Teaching Generation NeXt: Methods and Techniques for Today’s Learners
Activity necessarily improves engagement, since the active student is an engaged student. Several tech- niques improve student engagement directly.
Techniques to Improve Student Engagement
Ensuring that students are prepared for class can improve in-class engagement, as they have made an investment, possess some knowledge about the subject, and have something to interact about. Audience response systems or clickers are powerful tools for keeping students engaged, especially in large classes (Bruff 2009;; Caldwell 2007;; Duncan 2005). They also encourage class discussion, which increases en- gagement. When students are using audience response system apps on their smartphones, they are less likely to be using those mobile devises for other activities, like texting and games, that reduce engagement with the class.
When encouraging class participation and discussion, student participation should not be voluntary. Vol- untary participation tends to be less engaging for the majority of students, as the few most verbal and extroverted students tend to monopolize class discussion. When all students know that they may be called on, especially when the selection is randomized, they remain more engaged.
Improve Assessments and Accountability
As instruction moves from the traditional faculty delivery of content process to a student construction of learning model, instructors also need to move from a reliance on summative assessments of learning outcomes to assign grades, usually emphasizing content, to ongoing formative efforts to monitor and PHDVXUH WKH HI¿FDF\ RI LQVWUXFWLRQ DQG VWXGHQWV¶ PRYHPHQW WRZDUG PHDQLQJIXO OHDUQLQJ RXWFRPHV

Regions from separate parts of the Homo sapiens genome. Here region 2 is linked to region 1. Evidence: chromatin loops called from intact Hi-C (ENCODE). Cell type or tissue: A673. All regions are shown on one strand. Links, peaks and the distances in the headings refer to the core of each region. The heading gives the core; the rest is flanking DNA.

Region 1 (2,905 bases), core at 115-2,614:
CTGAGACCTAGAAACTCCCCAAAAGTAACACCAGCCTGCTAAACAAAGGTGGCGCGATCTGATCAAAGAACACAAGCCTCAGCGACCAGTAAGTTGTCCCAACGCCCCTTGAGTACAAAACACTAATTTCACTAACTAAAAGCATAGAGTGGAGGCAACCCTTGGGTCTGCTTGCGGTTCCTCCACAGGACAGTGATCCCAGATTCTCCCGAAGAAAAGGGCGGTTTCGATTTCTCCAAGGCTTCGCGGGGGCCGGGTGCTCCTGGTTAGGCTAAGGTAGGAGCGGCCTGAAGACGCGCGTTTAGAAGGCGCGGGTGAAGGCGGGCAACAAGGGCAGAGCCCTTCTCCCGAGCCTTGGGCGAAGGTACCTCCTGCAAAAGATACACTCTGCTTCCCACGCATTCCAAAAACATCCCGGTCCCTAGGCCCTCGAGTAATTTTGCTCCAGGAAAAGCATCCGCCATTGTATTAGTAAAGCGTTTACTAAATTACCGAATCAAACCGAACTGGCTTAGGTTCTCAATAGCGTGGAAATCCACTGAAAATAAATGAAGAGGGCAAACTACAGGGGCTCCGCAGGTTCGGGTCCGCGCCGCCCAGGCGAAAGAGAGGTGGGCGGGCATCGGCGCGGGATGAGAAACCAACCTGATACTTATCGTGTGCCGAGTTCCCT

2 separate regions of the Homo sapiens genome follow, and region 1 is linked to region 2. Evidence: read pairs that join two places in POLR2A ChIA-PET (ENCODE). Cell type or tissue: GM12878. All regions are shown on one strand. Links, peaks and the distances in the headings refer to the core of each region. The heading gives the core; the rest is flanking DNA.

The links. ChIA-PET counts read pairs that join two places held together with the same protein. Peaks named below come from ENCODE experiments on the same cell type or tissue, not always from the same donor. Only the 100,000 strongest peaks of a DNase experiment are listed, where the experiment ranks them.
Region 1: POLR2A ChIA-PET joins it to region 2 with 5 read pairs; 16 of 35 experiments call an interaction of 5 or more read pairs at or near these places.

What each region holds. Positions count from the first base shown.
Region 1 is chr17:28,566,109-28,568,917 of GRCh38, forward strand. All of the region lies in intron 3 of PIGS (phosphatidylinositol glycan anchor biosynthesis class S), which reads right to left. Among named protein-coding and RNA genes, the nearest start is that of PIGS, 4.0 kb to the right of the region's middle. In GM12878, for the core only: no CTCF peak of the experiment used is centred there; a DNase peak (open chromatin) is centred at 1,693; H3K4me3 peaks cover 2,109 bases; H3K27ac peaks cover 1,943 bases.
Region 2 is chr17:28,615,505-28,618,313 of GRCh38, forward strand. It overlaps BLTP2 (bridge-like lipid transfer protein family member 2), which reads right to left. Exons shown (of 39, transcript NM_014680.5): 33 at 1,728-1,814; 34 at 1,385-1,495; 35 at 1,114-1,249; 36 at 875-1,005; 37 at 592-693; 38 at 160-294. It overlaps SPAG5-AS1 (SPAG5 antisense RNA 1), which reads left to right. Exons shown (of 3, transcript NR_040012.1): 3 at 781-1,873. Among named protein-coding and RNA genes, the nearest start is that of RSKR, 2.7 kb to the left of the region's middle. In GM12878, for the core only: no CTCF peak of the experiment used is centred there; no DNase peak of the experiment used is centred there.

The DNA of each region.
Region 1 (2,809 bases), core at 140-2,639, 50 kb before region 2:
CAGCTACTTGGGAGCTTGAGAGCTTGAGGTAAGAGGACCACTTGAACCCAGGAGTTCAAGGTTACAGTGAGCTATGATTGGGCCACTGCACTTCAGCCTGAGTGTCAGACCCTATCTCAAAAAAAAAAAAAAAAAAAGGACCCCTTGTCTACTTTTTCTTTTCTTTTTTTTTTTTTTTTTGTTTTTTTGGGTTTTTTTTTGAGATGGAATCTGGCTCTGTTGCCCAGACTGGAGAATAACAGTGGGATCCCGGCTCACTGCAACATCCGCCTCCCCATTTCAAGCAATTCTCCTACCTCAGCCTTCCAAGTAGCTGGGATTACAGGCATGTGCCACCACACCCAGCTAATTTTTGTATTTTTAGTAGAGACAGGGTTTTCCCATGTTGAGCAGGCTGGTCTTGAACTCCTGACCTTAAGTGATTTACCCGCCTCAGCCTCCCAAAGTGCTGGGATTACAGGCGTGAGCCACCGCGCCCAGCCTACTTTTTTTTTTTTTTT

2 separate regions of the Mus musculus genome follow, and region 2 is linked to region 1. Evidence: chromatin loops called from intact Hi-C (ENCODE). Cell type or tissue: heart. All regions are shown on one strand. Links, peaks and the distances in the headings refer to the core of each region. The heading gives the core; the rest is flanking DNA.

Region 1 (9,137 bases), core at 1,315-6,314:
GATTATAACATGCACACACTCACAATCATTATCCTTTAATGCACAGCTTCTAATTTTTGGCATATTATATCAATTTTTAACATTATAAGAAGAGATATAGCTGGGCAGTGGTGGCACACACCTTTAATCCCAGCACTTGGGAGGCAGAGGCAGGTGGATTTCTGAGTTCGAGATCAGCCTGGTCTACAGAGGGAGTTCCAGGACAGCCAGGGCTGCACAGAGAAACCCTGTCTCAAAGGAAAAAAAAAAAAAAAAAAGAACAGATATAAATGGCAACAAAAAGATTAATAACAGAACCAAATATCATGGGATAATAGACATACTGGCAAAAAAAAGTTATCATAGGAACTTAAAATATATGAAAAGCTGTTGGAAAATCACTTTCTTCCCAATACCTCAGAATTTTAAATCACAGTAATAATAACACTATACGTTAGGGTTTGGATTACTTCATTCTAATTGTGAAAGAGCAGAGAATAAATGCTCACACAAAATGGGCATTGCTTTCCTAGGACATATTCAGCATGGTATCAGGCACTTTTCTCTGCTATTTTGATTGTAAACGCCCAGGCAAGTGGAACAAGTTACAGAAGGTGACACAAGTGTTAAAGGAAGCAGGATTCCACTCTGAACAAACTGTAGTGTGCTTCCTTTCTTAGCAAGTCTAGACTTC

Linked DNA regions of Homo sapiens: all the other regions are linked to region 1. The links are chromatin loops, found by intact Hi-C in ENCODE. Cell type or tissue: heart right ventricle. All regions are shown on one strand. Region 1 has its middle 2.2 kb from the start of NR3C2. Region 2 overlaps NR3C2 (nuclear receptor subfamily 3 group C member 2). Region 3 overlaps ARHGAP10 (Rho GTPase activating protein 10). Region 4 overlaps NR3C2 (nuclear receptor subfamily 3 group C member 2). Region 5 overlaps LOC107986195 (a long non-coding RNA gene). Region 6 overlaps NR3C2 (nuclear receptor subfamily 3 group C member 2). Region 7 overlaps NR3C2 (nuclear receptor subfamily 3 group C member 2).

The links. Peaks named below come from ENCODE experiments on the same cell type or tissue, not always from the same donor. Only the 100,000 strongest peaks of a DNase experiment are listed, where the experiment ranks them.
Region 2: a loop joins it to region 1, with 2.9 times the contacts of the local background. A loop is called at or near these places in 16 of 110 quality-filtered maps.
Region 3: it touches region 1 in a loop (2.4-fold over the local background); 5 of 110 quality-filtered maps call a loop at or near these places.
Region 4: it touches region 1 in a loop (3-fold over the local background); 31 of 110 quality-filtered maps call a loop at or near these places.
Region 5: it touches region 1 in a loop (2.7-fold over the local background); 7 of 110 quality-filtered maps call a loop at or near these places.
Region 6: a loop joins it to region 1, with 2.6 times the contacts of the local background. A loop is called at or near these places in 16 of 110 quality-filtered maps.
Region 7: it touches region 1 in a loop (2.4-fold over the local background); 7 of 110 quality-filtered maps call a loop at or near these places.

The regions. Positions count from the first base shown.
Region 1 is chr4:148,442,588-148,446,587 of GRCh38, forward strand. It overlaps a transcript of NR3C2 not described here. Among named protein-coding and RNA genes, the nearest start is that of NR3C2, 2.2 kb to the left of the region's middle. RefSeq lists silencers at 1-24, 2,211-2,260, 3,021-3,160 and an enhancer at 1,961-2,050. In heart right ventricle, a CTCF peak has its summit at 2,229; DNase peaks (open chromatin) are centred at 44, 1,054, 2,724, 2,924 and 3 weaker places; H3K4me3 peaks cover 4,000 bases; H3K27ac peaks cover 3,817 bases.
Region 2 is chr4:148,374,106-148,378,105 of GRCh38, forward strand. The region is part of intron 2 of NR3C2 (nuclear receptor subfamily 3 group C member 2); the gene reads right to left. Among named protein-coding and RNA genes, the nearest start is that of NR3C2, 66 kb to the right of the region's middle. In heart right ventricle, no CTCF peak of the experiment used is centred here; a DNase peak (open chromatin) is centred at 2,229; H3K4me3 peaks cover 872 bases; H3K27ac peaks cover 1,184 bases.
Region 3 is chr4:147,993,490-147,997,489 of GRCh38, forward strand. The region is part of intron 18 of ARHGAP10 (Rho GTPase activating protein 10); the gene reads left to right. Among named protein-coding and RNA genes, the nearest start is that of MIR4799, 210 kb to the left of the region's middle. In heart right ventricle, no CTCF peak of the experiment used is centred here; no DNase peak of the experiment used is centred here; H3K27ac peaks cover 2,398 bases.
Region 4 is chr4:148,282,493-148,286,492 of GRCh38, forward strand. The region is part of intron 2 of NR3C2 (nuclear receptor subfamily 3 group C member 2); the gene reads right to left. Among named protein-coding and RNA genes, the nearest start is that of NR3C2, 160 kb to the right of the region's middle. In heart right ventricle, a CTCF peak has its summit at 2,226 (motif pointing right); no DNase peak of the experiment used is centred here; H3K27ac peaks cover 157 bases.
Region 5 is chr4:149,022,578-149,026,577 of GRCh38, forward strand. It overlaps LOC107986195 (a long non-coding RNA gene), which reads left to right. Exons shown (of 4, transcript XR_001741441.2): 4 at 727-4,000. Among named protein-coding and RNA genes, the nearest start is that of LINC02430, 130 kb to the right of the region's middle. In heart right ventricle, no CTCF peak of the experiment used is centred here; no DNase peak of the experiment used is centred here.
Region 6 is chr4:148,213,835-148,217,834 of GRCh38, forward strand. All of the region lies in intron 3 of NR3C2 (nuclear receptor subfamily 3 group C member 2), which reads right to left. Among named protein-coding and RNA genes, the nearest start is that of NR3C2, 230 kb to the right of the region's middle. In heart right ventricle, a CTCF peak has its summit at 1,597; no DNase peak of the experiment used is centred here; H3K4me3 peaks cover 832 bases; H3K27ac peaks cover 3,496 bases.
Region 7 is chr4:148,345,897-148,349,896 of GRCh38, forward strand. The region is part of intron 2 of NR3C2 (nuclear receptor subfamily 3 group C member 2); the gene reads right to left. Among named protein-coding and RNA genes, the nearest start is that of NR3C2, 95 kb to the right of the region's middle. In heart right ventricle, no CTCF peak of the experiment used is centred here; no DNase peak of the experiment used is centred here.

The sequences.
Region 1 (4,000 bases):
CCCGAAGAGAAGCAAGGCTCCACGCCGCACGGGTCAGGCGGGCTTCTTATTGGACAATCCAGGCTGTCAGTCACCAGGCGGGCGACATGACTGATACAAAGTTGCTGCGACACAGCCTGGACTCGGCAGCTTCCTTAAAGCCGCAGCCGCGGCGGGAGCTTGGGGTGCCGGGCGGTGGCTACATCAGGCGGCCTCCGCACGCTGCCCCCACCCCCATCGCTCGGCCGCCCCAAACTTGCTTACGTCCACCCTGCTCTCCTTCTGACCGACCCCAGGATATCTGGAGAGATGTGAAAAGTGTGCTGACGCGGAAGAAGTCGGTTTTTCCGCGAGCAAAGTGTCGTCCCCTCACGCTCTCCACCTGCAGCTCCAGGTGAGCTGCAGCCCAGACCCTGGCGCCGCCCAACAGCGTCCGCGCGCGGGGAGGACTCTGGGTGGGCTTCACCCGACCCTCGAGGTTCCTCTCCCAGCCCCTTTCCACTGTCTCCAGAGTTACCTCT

Techniques in Formative Assessments
Classroom response systems help instructors monitor ongoing student learning (Bruff 2009;; Caldwell 2007;; Duncan 2005). Low-tech techniques like ungraded quizzes, private response, and anonymous op- portunities allow all students opportunities to let instructors know their ongoing understandings or skills. Summative assessments and graded learning outcomes should move from a reliance on content to broader measures inclusive of skills and attitudes.
Techniques in Summative Assessments
Since students are assessed at the content level based on bringing content to class, there may be less QHHG IRU DQG HPSKDVLV RQ FRQWHQWOHYHO WHVWLQJ &RQWHQWOHYHO DVVHVVPHQW VKRXOG EH UHÀHFWHG LQ VNLOOV assessments. There should be less emphasis on students’ ability to regurgitate information and more on their ability to apply that information.
Assessments of learning related to values, the affective level, and how much students have come to care are relatively new to most faculty, but can be explored and addressed through open-ended short-answer and essay questions like “What was the most important thing you learned from this chapter?” and “How can what you learned from this unit help you in the future?”
Accountability relates to our efforts to improve instructional practices and educational outcomes in light of our professional obligations and the expectations of accreditors, employers, governments, funders, parents,
A Collection of Papers on Self-Study and Institutional Improvement, 2011
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